At this year’s Dutch Design Week, Studio Marco Vermeulen built the Biobasecamp, a pavilion that gives architectural expression to the contribution that ‘building with trees’ can make to reducing the amount of CO2 and nitrogen in the atmosphere through replacing conventional building materials such as concrete and steel with wood.
The pavilion deck is made up of large modular, removable floor parts made of cross-layer glued wood, called Cross Laminated Timber (CLT) in jargon. After Dutch Design Week, these can be reused as floor elements in, for example, new homes.
The used cross-layer wood is made in a German factory from German softwood. But why is there no Dutch cross-layer timber yet? By creating more economic value for wood, more forests can also be planted. The building assignment can in this way contribute to combating climate change and the quality of the Dutch landscape. This may also apply to the Brabant poplar landscape that originated for the production of clogs and matches. That is why the deck of the Biobasecamp is supported by strains of poplars that were recently on the A2 motorway near Boxtel, but had to be cleared due to their age and the associated risk of being blown over.
One of the main climate objectives is the reduction of our CO2 emissions. But can we also extract CO2 from the atmosphere at the same time? This is possible at high costs and in limited scale through machines currently being developed. However, there is still no machine as cheap and efficient as the tree. We learn early in school that trees convert CO2, under the influence of sunlight, into glucose to grow. When trees die and decay, this CO2 is released again. When we burn wood and use it to generate electricity and heat up our homes, the stored CO2 is also released. However, if we make building materials out of it, we can capture and store CO2 for dozens, perhaps hundreds of years!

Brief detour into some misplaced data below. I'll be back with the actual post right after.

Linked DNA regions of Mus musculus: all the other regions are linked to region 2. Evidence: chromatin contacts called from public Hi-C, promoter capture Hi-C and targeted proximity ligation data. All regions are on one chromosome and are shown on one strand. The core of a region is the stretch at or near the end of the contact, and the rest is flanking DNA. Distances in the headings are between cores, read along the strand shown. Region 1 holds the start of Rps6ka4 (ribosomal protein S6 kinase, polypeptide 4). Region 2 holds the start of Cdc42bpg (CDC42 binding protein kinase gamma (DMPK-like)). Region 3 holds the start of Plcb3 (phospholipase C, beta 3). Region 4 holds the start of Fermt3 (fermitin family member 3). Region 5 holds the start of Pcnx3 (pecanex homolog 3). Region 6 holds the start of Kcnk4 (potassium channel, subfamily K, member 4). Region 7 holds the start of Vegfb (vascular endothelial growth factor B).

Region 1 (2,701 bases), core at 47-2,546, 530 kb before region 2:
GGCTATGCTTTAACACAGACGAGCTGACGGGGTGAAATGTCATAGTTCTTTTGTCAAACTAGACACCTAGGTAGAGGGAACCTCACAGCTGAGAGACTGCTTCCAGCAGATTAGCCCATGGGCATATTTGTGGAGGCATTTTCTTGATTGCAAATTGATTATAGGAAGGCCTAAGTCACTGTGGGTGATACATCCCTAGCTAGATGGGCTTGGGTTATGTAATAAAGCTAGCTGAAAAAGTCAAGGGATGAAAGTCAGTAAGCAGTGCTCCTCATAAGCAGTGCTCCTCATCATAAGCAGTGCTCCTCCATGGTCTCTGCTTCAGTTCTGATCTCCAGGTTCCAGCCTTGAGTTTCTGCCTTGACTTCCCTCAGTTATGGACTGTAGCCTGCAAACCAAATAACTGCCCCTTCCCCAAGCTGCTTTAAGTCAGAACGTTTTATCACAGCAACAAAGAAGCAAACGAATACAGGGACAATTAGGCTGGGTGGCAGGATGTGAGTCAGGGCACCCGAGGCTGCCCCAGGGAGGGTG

In other words: by building with wood, CO2 is actually extracted from the atmosphere. In contrast to, for example, costly storage under the North Sea (CCS), this form of CO2 storage creates value in the form of buildings. The construction sector can thus play an active role in the fight against climate change. That is certainly true now that the Netherlands is on the eve of a huge housing challenge; one million houses have to be built in the Netherlands in the next 20 years. In addition, a large part of the existing homes must be made energy efficient. Both assignments act as a powerful driver for the transition to a biobased economy.
The construction sector is responsible for a large portion of global CO2 emissions. The global pressure on natural resources is also high: 40% is used in construction. In the Netherlands, that amounts to 250 million tonnes of raw materials per year needed for infrastructure, residential and non-residential construction. In addition, the construction sector is overheated and qualified personnel are scarce causing prices to rise. Change in the construction sector is therefore necessary in order to realize the vast amount of new housing required. Building with wood offers an alternative whereby the total production capacity can be increased. Prefabrication and simple assembly methods can also increase construction speed.
An exhibition has been set up among the trees of the Biobasecamp in which the above-mentioned mission is illustrated with maps, objects, and projects. The exhibition shows projects by Studio Marco Vermeulen and other objects that show the diversity and power of wood as a raw material. The exhibition also shows the historical interdependence of Dutch culture with wood and forestry. The subjects below have been exhibited in the biobasecamp.